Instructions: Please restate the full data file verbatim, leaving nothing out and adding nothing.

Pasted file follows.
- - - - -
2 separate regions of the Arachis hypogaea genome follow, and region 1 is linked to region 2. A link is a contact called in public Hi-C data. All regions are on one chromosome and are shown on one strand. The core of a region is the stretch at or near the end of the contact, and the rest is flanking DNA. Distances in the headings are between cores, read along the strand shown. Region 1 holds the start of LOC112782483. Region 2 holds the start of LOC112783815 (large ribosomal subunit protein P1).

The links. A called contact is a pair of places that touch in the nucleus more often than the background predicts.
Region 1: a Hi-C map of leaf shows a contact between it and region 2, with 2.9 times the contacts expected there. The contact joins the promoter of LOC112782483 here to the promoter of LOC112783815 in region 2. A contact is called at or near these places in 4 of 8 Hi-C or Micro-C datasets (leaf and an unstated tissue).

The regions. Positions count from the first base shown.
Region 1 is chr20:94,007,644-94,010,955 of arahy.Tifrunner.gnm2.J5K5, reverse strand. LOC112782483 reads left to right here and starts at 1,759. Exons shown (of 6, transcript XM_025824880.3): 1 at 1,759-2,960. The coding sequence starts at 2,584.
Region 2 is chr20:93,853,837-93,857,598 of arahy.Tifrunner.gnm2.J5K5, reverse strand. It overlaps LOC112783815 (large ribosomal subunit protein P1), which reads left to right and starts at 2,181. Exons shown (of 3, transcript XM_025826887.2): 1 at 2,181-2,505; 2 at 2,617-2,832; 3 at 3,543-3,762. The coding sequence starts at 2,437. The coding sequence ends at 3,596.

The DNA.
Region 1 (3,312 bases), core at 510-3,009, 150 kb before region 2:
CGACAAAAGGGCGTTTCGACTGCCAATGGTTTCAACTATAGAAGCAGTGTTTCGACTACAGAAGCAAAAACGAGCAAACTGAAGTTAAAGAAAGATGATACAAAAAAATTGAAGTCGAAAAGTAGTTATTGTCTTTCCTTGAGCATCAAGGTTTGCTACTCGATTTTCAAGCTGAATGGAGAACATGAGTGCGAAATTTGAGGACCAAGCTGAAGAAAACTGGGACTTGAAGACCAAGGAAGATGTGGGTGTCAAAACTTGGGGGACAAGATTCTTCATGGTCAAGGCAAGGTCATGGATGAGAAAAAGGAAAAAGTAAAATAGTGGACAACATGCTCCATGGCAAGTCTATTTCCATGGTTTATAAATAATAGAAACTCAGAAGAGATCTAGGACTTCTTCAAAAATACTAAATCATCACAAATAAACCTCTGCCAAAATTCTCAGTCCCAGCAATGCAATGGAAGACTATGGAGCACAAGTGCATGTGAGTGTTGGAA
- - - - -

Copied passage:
2 separate regions of the Arachis hypogaea genome follow, and region 1 is linked to region 2. A link is a contact called in public Hi-C data. All regions are on one chromosome and are shown on one strand. The core of a region is the stretch at or near the end of the contact, and the rest is flanking DNA. Distances in the headings are between cores, read along the strand shown. Region 1 holds the start of LOC112782483. Region 2 holds the start of LOC112783815 (large ribosomal subunit protein P1).

The links. A called contact is a pair of places that touch in the nucleus more often than the background predicts.
Region 1: a Hi-C map of leaf shows a contact between it and region 2, with 2.9 times the contacts expected there. The contact joins the promoter of LOC112782483 here to the promoter of LOC112783815 in region 2. A contact is called at or near these places in 4 of 8 Hi-C or Micro-C datasets (leaf and an unstated tissue).

The regions. Positions count from the first base shown.
Region 1 is chr20:94,007,644-94,010,955 of arahy.Tifrunner.gnm2.J5K5, reverse strand. LOC112782483 reads left to right here and starts at 1,759. Exons shown (of 6, transcript XM_025824880.3): 1 at 1,759-2,960. The coding sequence starts at 2,584.
Region 2 is chr20:93,853,837-93,857,598 of arahy.Tifrunner.gnm2.J5K5, reverse strand. It overlaps LOC112783815 (large ribosomal subunit protein P1), which reads left to right and starts at 2,181. Exons shown (of 3, transcript XM_025826887.2): 1 at 2,181-2,505; 2 at 2,617-2,832; 3 at 3,543-3,762. The coding sequence starts at 2,437. The coding sequence ends at 3,596.

The DNA.
Region 1 (3,312 bases), core at 510-3,009, 150 kb before region 2:
CGACAAAAGGGCGTTTCGACTGCCAATGGTTTCAACTATAGAAGCAGTGTTTCGACTACAGAAGCAAAAACGAGCAAACTGAAGTTAAAGAAAGATGATACAAAAAAATTGAAGTCGAAAAGTAGTTATTGTCTTTCCTTGAGCATCAAGGTTTGCTACTCGATTTTCAAGCTGAATGGAGAACATGAGTGCGAAATTTGAGGACCAAGCTGAAGAAAACTGGGACTTGAAGACCAAGGAAGATGTGGGTGTCAAAACTTGGGGGACAAGATTCTTCATGGTCAAGGCAAGGTCATGGATGAGAAAAAGGAAAAAGTAAAATAGTGGACAACATGCTCCATGGCAAGTCTATTTCCATGGTTTATAAATAATAGAAACTCAGAAGAGATCTAGGACTTCTTCAAAAATACTAAATCATCACAAATAAACCTCTGCCAAAATTCTCAGTCCCAGCAATGCAATGGAAGACTATGGAGCACAAGTGCATGTGAGTGTTGGAA